Body shim a temporary solution until the new adapter plate was made... original one was about a 1/16 of an inch too thin
    [​IMG]

    You can see the gap in this picture provided by the shims, the new adapter does not have this gap
    [​IMG]

    New adapter plate on the left. Rev 2.0, just a little thicker so I can remove the body shims spacing out the trans to get it to shift. The candlestick on the input shaft that the throwout bearing rides on was just a little longer than the 3 and 4 speeds that were used for mockup.
    [​IMG]

    The new spacer is in and shifts great. It does not have any shims, just the spacer.

    I did learn to drain the transmission before dropping the transmission. I don't have a transmission jack and I wasn't good enough to reinstall the T-5 without spilling half the oil out of the tailshaft. I had ATF all over me and the garage. What a mess!!!
     
    Last edited: Sep 8, 2011
  7. Rudvirus
    Joined: Oct 13, 2009
    Posts: 84

    Rudvirus
    Member

    were can you get a spacer plate made at? i am so using this for a guide
     
  8. butcherted
    Joined: Oct 17, 2006
    Posts: 762

    butcherted
    Member
    from hagerstown

    Will this set up work on GMC 6 ?
     
  9. 1958apache
    Joined: Jun 7, 2009
    Posts: 51

    1958apache
    Member

    I'll take some better pics of the spacer plate tonight. My buddy Dave made this spacer. His name on here is "Inline" if your interested.
     
  10. 1958apache
    Joined: Jun 7, 2009
    Posts: 51

    1958apache
    Member

    Yup. I believe they use the same bellhousings.
     
  11. xmb63
    Joined: Jan 14, 2010
    Posts: 55

    xmb63
    Member
    from pittsburgh

    I need to do this swap on my car. It would be nice to have a syncroed first gear and a few more highway gears.
     
  12. 1958apache
    Joined: Jun 7, 2009
    Posts: 51

    1958apache
    Member

    Before the swap I was able to run at 55-60 mph on the highway with the motor about to grenade. With bad rings (motor sat for 20 years) I would get terrible blow by and push oil out the breather. After the better motor, and the T-5, I can run at 85 mph on the highway at a much lower rpm, no tach so I don't have definite rpms to quote. I have the stock gears in the rear, 4.11 I believe, and it is geared perfectly. I'll post tonight what casting numbers to look for when looking for a bellhousing. I decided to go with a spacer rather than cut and grind the input shaft as I have heard of people breaking shafts this way.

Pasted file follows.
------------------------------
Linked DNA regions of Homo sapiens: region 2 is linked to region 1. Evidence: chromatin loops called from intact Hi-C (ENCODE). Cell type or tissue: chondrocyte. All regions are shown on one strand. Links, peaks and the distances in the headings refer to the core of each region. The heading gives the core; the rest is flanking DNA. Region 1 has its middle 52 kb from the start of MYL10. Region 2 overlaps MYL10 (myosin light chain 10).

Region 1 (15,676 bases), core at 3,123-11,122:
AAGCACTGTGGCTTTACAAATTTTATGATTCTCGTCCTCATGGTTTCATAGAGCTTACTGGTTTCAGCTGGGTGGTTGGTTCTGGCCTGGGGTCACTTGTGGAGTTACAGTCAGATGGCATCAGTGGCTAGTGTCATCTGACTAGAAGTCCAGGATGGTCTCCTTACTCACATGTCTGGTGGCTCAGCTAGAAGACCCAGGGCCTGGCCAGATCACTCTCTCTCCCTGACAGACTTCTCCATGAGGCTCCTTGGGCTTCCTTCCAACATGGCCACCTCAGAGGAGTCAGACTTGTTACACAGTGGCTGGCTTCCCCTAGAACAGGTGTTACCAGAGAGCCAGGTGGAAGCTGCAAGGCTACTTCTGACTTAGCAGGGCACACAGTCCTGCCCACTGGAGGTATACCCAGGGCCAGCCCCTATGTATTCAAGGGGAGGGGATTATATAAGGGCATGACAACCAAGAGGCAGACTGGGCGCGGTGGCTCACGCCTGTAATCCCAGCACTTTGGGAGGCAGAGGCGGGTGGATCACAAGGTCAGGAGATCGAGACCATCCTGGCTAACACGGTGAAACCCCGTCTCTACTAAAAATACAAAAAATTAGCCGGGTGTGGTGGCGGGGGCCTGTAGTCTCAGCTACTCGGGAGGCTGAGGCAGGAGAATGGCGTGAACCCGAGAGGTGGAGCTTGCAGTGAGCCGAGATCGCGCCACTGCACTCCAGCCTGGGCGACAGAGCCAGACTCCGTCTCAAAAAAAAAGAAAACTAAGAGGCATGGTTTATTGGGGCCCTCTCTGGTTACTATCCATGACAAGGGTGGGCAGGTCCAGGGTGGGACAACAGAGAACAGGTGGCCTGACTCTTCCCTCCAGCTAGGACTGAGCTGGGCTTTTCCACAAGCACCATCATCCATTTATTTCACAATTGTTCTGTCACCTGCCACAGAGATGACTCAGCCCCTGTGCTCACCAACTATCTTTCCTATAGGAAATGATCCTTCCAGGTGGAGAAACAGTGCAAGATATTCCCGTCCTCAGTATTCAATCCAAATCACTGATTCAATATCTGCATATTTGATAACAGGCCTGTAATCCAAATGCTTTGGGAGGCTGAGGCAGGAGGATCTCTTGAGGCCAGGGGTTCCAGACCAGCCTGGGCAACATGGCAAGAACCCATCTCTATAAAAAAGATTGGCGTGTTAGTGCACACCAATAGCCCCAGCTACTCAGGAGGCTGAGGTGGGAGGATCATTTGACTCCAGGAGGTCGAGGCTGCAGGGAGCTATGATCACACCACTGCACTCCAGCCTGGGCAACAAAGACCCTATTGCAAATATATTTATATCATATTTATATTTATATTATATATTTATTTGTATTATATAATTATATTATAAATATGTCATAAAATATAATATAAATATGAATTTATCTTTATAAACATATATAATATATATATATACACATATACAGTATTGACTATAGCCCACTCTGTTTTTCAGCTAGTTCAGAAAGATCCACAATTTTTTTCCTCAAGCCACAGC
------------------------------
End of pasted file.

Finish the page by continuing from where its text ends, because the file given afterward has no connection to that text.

All in all, it was a super easy swap. I had never taken a transmission or clutch out of a car before, so this was all new to me. :cool:

     
  13. treb11
    Joined: Jan 21, 2006
    Posts: 3,232

    treb11
    ALLIANCE MEMBER

    Great thread! thanks for all the effort in posting the photos. I appreciate all the great tech and build posts on the HAMB, but get disappointed when there is a gap while "this is where I did some fabrication magic"
     
  14. Excellent tech article and thanks. Planning on using a Camaro box mated to a S10 tail shaft housing on my 55 for the 2.95 first gear.
     
  15. BillM
    Joined: May 26, 2007
    Posts: 247

    BillM
    Member

    You might want to verify the gear ratios in the trans before you get it all bolted up. Put it in first and rotate the out put shaft till the input makes one turn, while counting the number of turns of the output. Masking tape alignment marks help too.
     
  16. Gabriel Howard
    Joined: Jan 2, 2009
    Posts: 264

    Gabriel Howard
    Member
    from OKC
    1. Okie Hambers

    thanks for the post
     
  17. 1958apache
    Joined: Jun 7, 2009
    Posts: 51

    1958apache
    Member

    Thanks for the comment. I need to spend some more time tonight adding some descriptions to the pics and tips and traps I learned from the build.